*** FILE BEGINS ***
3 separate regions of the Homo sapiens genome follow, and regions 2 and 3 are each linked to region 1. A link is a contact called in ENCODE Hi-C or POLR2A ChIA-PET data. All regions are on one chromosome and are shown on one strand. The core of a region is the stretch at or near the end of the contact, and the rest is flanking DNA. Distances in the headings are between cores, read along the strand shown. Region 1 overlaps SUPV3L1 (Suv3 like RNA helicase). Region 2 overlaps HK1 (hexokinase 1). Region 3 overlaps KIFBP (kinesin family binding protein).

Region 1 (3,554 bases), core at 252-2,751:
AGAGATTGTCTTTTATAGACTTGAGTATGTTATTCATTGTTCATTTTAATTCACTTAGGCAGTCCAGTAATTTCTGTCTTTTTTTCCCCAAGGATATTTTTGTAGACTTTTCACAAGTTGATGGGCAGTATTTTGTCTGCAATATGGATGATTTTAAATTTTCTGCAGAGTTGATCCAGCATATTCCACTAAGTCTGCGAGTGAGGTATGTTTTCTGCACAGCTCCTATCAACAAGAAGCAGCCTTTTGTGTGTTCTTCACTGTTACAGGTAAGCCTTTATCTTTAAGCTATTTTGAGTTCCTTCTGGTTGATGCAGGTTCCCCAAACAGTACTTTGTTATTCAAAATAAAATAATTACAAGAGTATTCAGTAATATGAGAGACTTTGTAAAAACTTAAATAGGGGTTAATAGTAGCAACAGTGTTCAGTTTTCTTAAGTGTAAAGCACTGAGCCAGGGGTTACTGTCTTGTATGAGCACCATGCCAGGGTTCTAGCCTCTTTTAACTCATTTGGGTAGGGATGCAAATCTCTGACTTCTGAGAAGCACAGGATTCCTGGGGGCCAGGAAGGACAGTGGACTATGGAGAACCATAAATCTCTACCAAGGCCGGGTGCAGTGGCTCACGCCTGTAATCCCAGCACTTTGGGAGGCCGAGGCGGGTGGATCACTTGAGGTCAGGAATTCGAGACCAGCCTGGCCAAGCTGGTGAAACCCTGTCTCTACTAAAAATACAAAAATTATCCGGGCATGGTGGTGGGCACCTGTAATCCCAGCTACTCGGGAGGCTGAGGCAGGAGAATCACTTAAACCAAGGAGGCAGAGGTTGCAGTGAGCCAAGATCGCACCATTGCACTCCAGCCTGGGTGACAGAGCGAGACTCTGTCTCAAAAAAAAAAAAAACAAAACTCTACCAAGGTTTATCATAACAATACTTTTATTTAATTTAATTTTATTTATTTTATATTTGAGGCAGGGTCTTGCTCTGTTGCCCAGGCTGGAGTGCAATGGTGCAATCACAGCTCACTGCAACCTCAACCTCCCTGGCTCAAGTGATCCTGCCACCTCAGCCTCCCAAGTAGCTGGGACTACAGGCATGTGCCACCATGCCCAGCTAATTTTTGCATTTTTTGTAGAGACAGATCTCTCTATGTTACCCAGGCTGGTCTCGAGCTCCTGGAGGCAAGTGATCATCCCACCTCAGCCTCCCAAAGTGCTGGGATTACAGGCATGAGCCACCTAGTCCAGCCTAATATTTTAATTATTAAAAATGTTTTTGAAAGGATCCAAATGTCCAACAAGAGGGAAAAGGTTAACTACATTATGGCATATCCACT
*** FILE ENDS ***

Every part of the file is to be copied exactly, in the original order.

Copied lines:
3 separate regions of the Homo sapiens genome follow, and regions 2 and 3 are each linked to region 1. A link is a contact called in ENCODE Hi-C or POLR2A ChIA-PET data. All regions are on one chromosome and are shown on one strand. The core of a region is the stretch at or near the end of the contact, and the rest is flanking DNA. Distances in the headings are between cores, read along the strand shown. Region 1 overlaps SUPV3L1 (Suv3 like RNA helicase). Region 2 overlaps HK1 (hexokinase 1). Region 3 overlaps KIFBP (kinesin family binding protein).

Region 1 (3,554 bases), core at 252-2,751:
AGAGATTGTCTTTTATAGACTTGAGTATGTTATTCATTGTTCATTTTAATTCACTTAGGCAGTCCAGTAATTTCTGTCTTTTTTTCCCCAAGGATATTTTTGTAGACTTTTCACAAGTTGATGGGCAGTATTTTGTCTGCAATATGGATGATTTTAAATTTTCTGCAGAGTTGATCCAGCATATTCCACTAAGTCTGCGAGTGAGGTATGTTTTCTGCACAGCTCCTATCAACAAGAAGCAGCCTTTTGTGTGTTCTTCACTGTTACAGGTAAGCCTTTATCTTTAAGCTATTTTGAGTTCCTTCTGGTTGATGCAGGTTCCCCAAACAGTACTTTGTTATTCAAAATAAAATAATTACAAGAGTATTCAGTAATATGAGAGACTTTGTAAAAACTTAAATAGGGGTTAATAGTAGCAACAGTGTTCAGTTTTCTTAAGTGTAAAGCACTGAGCCAGGGGTTACTGTCTTGTATGAGCACCATGCCAGGGTTCTAGCCTCTTTTAACTCATTTGGGTAGGGATGCAAATCTCTGACTTCTGAGAAGCACAGGATTCCTGGGGGCCAGGAAGGACAGTGGACTATGGAGAACCATAAATCTCTACCAAGGCCGGGTGCAGTGGCTCACGCCTGTAATCCCAGCACTTTGGGAGGCCGAGGCGGGTGGATCACTTGAGGTCAGGAATTCGAGACCAGCCTGGCCAAGCTGGTGAAACCCTGTCTCTACTAAAAATACAAAAATTATCCGGGCATGGTGGTGGGCACCTGTAATCCCAGCTACTCGGGAGGCTGAGGCAGGAGAATCACTTAAACCAAGGAGGCAGAGGTTGCAGTGAGCCAAGATCGCACCATTGCACTCCAGCCTGGGTGACAGAGCGAGACTCTGTCTCAAAAAAAAAAAAAACAAAACTCTACCAAGGTTTATCATAACAATACTTTTATTTAATTTAATTTTATTTATTTTATATTTGAGGCAGGGTCTTGCTCTGTTGCCCAGGCTGGAGTGCAATGGTGCAATCACAGCTCACTGCAACCTCAACCTCCCTGGCTCAAGTGATCCTGCCACCTCAGCCTCCCAAGTAGCTGGGACTACAGGCATGTGCCACCATGCCCAGCTAATTTTTGCATTTTTTGTAGAGACAGATCTCTCTATGTTACCCAGGCTGGTCTCGAGCTCCTGGAGGCAAGTGATCATCCCACCTCAGCCTCCCAAAGTGCTGGGATTACAGGCATGAGCCACCTAGTCCAGCCTAATATTTTAATTATTAAAAATGTTTTTGAAAGGATCCAAATGTCCAACAAGAGGGAAAAGGTTAACTACATTATGGCATATCCACT